Ashes of the Singularity Beta Phase 2 DirectX 12 Performance Review


Ashes of the Singularity Beta Phase 2 DirectX 12 Performance Review

Ashes of the Singularity Beta Phase 2 DirectX 12 Performance Review


Ashes of the Singularity is one of the first wave of games that supports DirectX 12, using the new API to take the Real Time Strategy (RTS) genre into a whole new scale, allowing thousands of units to appear on-screen at once and deliver great game performance by making efficient use of your PC hardware. 

Ashes of the Singularity was the first game to release a benchmarking tool for DirectX 12 back in summer 2015, but with the game being in early Beta these results were a simple showcase of what the API could do on a basic level with early GPU driver support for the API. Now the game has entered its Beta II Phase, adding several new unique DirectX 12 features and making significant changes to the game's benchmarking Utility, adding the games second faction to the benchmarking tool and making better use of DirectX 12 Asynchronous Compute and allowing the use of several non-matching GPUs with DirectX 12 Explicit Multi-GPU support. 

This review will be looking deeply into the affects of the DirectX 12 API on a single GPU system, but we have looked into Explicit Multi-Adapter in a separate article and have combined the powers of our GTX 980Ti and R9 Fury X to make a Hybrid monster of a DirectX 12 system. 

Here we will see exactly what DirectX 12 will bring to the table. Will if offer the performance gains that we have all been hoping for, or will DirectX 12 turn out to be another meaningless API update? 



What is Ashes of the Singularity?

Ashes of the Singularity is an all new RTS (Real-Time Strategy) game that is based in a post-technological singularity universe in which humans have begun to colonize the stars.

In this game humanity now faces a new foe that threatens to completely annihilate them, this race is the Substrate, a race of machines that seeks to control the same fertile and habitable worlds that humanity trying to claim for themselves.



For this game we will be using the newest drivers that were available when the game released, which is Nvidia's Game Ready Geforce 361.91 driver and AMD's 16.1.1 Hotfix driver, both of which became available to the public in the past month.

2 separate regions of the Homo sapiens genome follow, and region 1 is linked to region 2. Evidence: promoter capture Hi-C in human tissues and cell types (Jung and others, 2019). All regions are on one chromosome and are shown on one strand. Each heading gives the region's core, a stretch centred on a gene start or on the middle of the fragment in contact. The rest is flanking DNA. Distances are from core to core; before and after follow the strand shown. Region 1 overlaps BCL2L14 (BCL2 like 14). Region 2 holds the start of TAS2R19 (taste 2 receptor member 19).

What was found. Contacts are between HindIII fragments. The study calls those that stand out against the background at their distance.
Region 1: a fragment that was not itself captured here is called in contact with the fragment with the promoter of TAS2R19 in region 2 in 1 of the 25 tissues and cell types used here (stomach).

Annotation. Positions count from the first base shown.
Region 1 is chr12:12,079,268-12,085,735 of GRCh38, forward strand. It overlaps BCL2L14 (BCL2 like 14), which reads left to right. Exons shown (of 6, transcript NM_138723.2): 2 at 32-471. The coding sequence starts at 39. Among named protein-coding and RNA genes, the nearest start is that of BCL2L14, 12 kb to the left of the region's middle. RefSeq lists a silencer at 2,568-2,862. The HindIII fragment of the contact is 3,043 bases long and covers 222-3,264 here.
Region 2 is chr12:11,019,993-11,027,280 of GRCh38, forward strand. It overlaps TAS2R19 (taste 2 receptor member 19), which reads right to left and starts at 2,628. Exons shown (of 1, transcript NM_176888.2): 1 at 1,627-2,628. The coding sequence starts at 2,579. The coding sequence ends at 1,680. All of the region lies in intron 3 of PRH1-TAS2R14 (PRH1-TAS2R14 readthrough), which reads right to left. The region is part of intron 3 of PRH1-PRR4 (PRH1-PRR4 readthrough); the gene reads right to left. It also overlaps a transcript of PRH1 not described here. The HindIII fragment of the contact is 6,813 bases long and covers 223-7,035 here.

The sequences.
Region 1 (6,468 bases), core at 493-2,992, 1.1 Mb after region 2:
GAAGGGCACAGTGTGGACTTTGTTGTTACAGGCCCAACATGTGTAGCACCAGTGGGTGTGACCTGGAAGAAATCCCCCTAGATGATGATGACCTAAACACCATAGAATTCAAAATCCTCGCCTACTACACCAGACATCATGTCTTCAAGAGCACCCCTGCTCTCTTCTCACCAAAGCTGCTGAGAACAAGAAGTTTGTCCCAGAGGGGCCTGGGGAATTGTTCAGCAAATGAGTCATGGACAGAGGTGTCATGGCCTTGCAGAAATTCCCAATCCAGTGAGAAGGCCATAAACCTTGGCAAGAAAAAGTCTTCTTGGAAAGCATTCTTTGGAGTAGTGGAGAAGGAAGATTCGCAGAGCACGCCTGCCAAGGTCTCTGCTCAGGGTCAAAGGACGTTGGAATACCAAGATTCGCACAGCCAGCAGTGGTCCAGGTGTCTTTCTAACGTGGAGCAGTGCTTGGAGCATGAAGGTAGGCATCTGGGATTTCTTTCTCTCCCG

Test Setup  

We will be testing this game on our dedicated GPU test rig using the current flagship GPUs from both AMD and Nvidia. Both GPUs will be the reference design and will be ran at stock settings. 


AMD R9 Fury X & Nvidia GTX 980Ti
Intel Core i7 6700K @ 4.7GHz
ASUS Maximus VIII Hero
G.Skill Ripjaws 4x4GB DDR4 3200MHz
Corsair HX1200i
Corsair H110i GT
Windows 10 x64 

       Rise of the Tomb Raider - AMD VS Nvidia Performance Review  Rise of the Tomb Raider - AMD VS Nvidia Performance Review

Nvidia GTX 980Ti (Left), AMD R9 Fury X (Right)


To represent AMD and Nvidia's Mid range GPU offerings we have decided to use the AMD R9 380 and the Nvidia GTX 960. Both of these GPUs will be the ASUS Strix models

Both of these GPUs offer very similar performance in most scenarios and come in at very similar pricepoints, so it will be very interesting to see which GPU will come out on top. 


          Metal Gear Solid 5 Performance Review with ASUS  Metal Gear Solid 5 Performance Review with ASUS

Nvidia GTX 960(Left), AMD R9 380(Right)


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Most Recent Comments

25-02-2016, 00:03:03

I don't think you mentioned this in the article(read it all but might have missed it), but AMD has the Async Compute feature not only in there drivers but on a hardware level as well which is why they gain so much, whereas Nvidia have neither atm.

Personally I think the Mantle development was invaluable to AMD. Not only on the software side but the hardware side as well, allowing them to think ahead and put in features like there advanced queue scehduler's in there GPUs even though it wasn't being used until now. Luckily it worked out for them in the end.Quote

25-02-2016, 22:25:44

knight 2_6
I think there may have been some other problem with the 4k Standard setting results. I've seen 2 other articles showing the Fury X averaging 55 fps at 4k high quality settings, beating the 980Ti by nearly 10 fps. I noticed it first when I compared the results here with an AnandTech article. I then poked around a bit to see if anyone else reported similar results to the AnandTech article. I found 2 other articles that also had the Fury X beating the 980 Ti results by 10 fps or more. Maybe there was a software bug that was holding the Fury X back during the last 4k runs, but the 14 fps results definitely seem to be an exception to the performance others have reported.Quote

25-02-2016, 22:47:56

That ship.. So adorable.Quote

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